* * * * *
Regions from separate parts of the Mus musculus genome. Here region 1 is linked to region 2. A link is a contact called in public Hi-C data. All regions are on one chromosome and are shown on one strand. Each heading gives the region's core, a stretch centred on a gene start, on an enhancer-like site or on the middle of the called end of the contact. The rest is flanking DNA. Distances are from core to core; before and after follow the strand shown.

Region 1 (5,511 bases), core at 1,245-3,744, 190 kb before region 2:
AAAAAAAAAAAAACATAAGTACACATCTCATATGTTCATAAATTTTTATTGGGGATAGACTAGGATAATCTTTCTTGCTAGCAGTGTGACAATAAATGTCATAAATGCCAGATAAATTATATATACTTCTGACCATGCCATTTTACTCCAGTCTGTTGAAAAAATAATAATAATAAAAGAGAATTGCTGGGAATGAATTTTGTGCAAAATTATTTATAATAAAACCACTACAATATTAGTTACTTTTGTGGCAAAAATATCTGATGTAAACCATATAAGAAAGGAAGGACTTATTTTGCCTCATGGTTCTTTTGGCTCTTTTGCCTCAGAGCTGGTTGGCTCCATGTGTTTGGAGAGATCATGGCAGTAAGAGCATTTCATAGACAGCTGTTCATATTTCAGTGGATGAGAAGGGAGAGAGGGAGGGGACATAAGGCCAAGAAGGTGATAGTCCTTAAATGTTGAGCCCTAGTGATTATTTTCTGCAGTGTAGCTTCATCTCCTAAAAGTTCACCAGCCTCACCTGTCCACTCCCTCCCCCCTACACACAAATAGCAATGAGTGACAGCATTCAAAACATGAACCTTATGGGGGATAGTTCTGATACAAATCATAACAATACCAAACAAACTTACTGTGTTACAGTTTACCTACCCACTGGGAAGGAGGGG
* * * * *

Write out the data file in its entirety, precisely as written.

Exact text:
Regions from separate parts of the Mus musculus genome. Here region 1 is linked to region 2. A link is a contact called in public Hi-C data. All regions are on one chromosome and are shown on one strand. Each heading gives the region's core, a stretch centred on a gene start, on an enhancer-like site or on the middle of the called end of the contact. The rest is flanking DNA. Distances are from core to core; before and after follow the strand shown.

Region 1 (5,511 bases), core at 1,245-3,744, 190 kb before region 2:
AAAAAAAAAAAAACATAAGTACACATCTCATATGTTCATAAATTTTTATTGGGGATAGACTAGGATAATCTTTCTTGCTAGCAGTGTGACAATAAATGTCATAAATGCCAGATAAATTATATATACTTCTGACCATGCCATTTTACTCCAGTCTGTTGAAAAAATAATAATAATAAAAGAGAATTGCTGGGAATGAATTTTGTGCAAAATTATTTATAATAAAACCACTACAATATTAGTTACTTTTGTGGCAAAAATATCTGATGTAAACCATATAAGAAAGGAAGGACTTATTTTGCCTCATGGTTCTTTTGGCTCTTTTGCCTCAGAGCTGGTTGGCTCCATGTGTTTGGAGAGATCATGGCAGTAAGAGCATTTCATAGACAGCTGTTCATATTTCAGTGGATGAGAAGGGAGAGAGGGAGGGGACATAAGGCCAAGAAGGTGATAGTCCTTAAATGTTGAGCCCTAGTGATTATTTTCTGCAGTGTAGCTTCATCTCCTAAAAGTTCACCAGCCTCACCTGTCCACTCCCTCCCCCCTACACACAAATAGCAATGAGTGACAGCATTCAAAACATGAACCTTATGGGGGATAGTTCTGATACAAATCATAACAATACCAAACAAACTTACTGTGTTACAGTTTACCTACCCACTGGGAAGGAGGGG